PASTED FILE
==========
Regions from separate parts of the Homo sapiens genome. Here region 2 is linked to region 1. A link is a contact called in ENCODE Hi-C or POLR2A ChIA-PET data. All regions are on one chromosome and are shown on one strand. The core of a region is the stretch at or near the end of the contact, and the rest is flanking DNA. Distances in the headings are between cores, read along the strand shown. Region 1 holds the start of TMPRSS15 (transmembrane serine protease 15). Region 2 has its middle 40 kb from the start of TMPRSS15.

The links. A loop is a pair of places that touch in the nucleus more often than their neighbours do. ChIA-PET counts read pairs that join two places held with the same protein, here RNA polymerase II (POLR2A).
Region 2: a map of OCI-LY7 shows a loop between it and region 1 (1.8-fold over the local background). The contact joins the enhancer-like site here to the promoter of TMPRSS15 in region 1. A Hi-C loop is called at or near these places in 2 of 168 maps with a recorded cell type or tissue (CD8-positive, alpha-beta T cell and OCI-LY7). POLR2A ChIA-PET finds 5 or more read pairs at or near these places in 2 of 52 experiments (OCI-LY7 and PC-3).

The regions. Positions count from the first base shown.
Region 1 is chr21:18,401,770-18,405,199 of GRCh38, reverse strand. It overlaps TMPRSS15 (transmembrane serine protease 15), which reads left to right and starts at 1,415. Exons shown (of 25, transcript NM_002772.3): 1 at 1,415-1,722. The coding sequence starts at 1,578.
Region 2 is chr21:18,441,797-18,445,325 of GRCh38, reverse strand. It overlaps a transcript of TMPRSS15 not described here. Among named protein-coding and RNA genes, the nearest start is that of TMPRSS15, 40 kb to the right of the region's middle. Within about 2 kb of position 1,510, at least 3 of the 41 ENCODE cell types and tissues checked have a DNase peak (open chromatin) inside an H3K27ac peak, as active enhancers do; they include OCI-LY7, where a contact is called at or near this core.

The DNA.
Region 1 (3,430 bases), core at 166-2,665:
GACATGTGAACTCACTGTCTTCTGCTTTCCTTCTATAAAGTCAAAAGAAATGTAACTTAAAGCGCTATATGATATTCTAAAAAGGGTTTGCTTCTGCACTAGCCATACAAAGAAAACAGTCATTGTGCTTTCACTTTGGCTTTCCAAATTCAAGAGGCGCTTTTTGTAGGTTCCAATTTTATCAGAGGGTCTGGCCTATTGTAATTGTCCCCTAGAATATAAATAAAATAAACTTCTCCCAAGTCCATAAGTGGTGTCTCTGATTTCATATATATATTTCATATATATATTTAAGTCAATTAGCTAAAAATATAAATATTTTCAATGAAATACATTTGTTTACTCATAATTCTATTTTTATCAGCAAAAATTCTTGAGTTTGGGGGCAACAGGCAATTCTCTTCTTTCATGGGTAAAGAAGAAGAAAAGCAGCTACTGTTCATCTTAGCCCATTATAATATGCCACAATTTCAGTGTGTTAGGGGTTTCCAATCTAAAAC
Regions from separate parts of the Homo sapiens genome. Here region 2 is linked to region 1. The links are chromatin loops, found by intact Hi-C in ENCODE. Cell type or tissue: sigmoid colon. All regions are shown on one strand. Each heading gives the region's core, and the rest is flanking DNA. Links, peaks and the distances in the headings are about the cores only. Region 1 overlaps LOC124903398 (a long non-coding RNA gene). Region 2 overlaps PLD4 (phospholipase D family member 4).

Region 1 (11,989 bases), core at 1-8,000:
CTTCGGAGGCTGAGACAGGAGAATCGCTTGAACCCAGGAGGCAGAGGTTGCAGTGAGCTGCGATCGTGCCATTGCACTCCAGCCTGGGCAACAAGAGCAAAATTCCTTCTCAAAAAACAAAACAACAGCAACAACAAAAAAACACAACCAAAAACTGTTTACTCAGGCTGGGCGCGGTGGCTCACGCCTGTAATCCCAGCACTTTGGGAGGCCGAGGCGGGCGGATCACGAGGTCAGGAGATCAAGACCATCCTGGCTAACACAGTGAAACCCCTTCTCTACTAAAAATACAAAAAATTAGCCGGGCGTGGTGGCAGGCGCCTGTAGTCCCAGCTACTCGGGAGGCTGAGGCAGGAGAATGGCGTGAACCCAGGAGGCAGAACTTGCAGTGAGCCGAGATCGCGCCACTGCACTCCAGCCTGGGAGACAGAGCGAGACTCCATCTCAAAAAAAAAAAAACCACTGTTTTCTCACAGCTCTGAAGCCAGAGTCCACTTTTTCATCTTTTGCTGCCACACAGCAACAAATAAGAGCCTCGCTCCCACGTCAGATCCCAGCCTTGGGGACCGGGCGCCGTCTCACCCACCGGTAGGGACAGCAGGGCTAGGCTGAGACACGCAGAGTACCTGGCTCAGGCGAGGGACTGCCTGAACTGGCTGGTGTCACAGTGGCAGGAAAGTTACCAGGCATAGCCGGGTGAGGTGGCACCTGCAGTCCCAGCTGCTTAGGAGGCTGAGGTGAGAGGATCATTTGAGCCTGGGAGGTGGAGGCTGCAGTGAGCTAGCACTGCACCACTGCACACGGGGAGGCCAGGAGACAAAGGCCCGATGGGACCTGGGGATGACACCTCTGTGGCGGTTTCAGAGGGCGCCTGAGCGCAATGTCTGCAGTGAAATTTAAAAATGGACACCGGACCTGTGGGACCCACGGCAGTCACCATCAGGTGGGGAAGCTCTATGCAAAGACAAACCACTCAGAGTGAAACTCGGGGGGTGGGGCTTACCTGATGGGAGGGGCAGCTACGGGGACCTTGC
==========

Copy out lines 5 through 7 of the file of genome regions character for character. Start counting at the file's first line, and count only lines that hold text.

Region 1 is chr21:18,401,770-18,405,199 of GRCh38, reverse strand. It overlaps TMPRSS15 (transmembrane serine protease 15), which reads left to right and starts at 1,415. Exons shown (of 25, transcript NM_002772.3): 1 at 1,415-1,722. The coding sequence starts at 1,578.
Region 2 is chr21:18,441,797-18,445,325 of GRCh38, reverse strand. It overlaps a transcript of TMPRSS15 not described here. Among named protein-coding and RNA genes, the nearest start is that of TMPRSS15, 40 kb to the right of the region's middle. Within about 2 kb of position 1,510, at least 3 of the 41 ENCODE cell types and tissues checked have a DNase peak (open chromatin) inside an H3K27ac peak, as active enhancers do; they include OCI-LY7, where a contact is called at or near this core.

The DNA.